Infantry regiments were organized into brigades, divisions, and corps. Two regiments comprised a brigade; three brigades (1st and 2nd infantry, 3rd Jäger) made a division. In a grenadier division, all three brigades were composed of grenadiers. Each division had field artillery consisting of one battery and two light companies. Divisions were designated by numbers, and by mid-1812 there were one Guard infantry division, two grenadier divisions, and twenty-four infantry divisions. Later, additional divisions were established to reinforce the army, including the 28th and 29th divisions from the Orenburg and Siberia garrisons forces; the 30th through the 37th divisions were raised from the 2nd battalions of the first twenty-seven divisions and the 38th to 48th divisions from the 4th battalions of the remaining divisions. The light infantry gradually increased throughout the Napoleonic Wars. In 1812 it consisted of two Guard and fifty Jäger regiments and the Guard ekipazh (crew). In addition, during the Russian campaign, special jäger regiments and battalions were organized within the gubernia Opolchenyes (provincially based, virtually untrained militia). The Jäger regiments had similar organization to the line infantry units. Each infantry division had one Jäger brigade, usually the third.
After the 1801 reorganization, Russian heavy cavalry comprised five squadrons, of which four were active and one stood in reserve. In 1803, the number of cuirassier regiments was set at six, while the dragoons increased to twenty-two. By 1805 there were four Guard regiments, six cuirassier, thirty dragoon, eight hussar, and three uhlan (lancer) regiments, while in 1812, cavalry included six Guard, eight cuirassier, thirty-six dragoon, eleven hussar, and five uhlan regiments. The Russian Guard cavalry consisted of four regiments of five squadrons each, two heavy (Chevalier Guard and Life Guard Horse) and two light (Hussar and Cossack).
Unit strengths varied greatly; on average, a heavy cavalry regiment consisted of one commanding officer, forty officers, seven NCOs, seventeen trumpeters, and 660 privates. Light cavalry regiments were divided into two battalions of five squadrons each; each regiment included one commanding officer, sixty-seven officers, 120 noncommissioned officers, twenty-one trumpeters, and 1,320 privates. One squadron from each battalion was designated as in reserve, while the remaining units were on active duty. On campaign, the reserve squadron remained in depot and trained recruits for the replacements. The regimental chef commanded each cavalry regiment, and the 1st squadron was usually named after him. In his absence, the regimental commander led the unit. Two or three cavalry regiments were often organized into a brigade, and three brigades (two heavy and one light) were united into a cavalry division. In 1812 divisions were further organized into cavalry corps. Cuirassier brigades had a separate designation from the general cavalry brigades. By 1812 there were one Guard cavalry division, two cuirassier divisions, and eight cavalry divisions. In March 1812 eight new cavalry divisions were formed; the 9th through 12th Divisions were organized from the replacement squadrons, while the 13th through 16th Divisions were raised from the cavalry recruitment depots.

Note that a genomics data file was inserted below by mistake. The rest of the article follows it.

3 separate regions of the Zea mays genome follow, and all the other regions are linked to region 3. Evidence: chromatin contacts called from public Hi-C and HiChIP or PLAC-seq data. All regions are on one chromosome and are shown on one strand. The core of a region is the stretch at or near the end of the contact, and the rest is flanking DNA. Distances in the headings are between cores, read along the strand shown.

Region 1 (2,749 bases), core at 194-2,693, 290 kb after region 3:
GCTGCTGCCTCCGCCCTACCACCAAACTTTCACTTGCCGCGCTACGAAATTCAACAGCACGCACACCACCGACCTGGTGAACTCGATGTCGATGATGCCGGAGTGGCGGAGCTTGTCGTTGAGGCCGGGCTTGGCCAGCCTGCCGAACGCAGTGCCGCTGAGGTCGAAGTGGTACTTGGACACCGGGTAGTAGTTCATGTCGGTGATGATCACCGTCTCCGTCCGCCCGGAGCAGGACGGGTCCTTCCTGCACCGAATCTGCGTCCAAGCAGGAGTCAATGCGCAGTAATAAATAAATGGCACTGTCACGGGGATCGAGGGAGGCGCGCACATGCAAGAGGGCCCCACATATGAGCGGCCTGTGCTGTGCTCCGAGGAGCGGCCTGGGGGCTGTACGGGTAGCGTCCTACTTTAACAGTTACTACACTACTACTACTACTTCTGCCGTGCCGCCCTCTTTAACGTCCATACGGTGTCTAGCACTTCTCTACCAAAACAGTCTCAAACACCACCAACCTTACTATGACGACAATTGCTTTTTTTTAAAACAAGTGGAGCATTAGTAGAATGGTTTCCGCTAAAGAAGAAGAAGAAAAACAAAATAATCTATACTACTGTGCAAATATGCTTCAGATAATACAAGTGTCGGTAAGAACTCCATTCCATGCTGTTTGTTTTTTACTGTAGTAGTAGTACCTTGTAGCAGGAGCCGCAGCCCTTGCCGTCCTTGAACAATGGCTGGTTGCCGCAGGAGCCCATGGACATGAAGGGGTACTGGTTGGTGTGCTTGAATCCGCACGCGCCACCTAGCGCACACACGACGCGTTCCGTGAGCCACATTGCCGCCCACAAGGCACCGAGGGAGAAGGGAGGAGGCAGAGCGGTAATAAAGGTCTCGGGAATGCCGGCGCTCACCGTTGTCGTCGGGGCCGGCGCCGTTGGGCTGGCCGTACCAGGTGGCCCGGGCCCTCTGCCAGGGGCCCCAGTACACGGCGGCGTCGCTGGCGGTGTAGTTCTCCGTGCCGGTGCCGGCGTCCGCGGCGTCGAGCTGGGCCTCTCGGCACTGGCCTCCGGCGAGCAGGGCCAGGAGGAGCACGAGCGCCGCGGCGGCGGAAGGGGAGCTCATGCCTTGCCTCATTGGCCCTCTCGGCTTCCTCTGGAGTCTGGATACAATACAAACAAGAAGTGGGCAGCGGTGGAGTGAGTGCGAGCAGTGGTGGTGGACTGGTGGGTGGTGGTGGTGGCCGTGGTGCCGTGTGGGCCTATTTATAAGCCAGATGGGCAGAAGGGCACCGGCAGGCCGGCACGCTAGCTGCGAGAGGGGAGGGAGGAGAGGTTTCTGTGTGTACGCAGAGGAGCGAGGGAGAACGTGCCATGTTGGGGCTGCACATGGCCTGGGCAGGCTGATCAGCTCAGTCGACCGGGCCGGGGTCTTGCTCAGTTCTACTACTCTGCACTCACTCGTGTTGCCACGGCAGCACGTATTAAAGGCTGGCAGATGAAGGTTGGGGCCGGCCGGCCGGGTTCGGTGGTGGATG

After the 1812 campaign the cavalry underwent major reorganization. Two dragoon regiments were transformed into cuirassier regiments, one dragoon regiment into a hussar regiment, seven dragoon regiments into uhlans, and eight dragoon regiments into horse Jägers. In late December 1812 new cavalry divisions were formed-one Guard cavalry division, three cuirassier divisions, four dragoon divisions, two horse-Jäger divisions, three hussar divisions, and three uhlan divisions. Each division now included four regiments, with each regiment composed of six active and one replacement squadron.
Tsar Alexander also continued his father's reforms of the artillery. Starting in 1802 a special commission supervised its modernization. In 1803 the artillery train, which was previously manned by civilians, was placed under military control. New aiming devices (dioptre and quadrant) and caissons (ammunition wagons) were introduced in 1802-1803. In 1803, 3-pounder unicorns were distributed to Jäger units. The field artillery was reorganized. Regimental artillery was detached from units and formed into separate light artillery companies. In 1804 the regimental artillery was organized into regiments composed of two battalions of four companies each (two heavy and two light). In 1805 the inspector of all artillery, Aleksey Arakcheyev, launched a series of reforms to modernize the artillery. Known as the 1805 System, these measures introduced standardized equipment, ammunition, and guns. Following the Russian defeat at Austerlitz, however, further changes were introduced in the artillery. In 1806 artillery regiments were reorganized into brigades of two heavy, one horse, and two light artillery companies. Brigades were attached to infantry divisions.
New artillery regulations prescribed specific instructions on artillery deployment and firing. By 1812 the artillery comprised the Guard and (regular) army branches. The regular artillery consisted of twenty-seven field artillery brigades (972 guns), ten reserve brigades (492 guns), and four replacement brigades (408 guns). Each brigade included one heavy and two light companies of 12 guns each. Cossack forces also included two horse artillery companies, with a third added in 1813. Artillery companies were armed with 12-pounder and 6-pounder guns, and 20-pounder and 10-pounder unicorns. A squad comprised two guns (vzvod) commanded by a noncommissioned officer. Two squads formed a division, and three divisions made one company, led by a staff officer.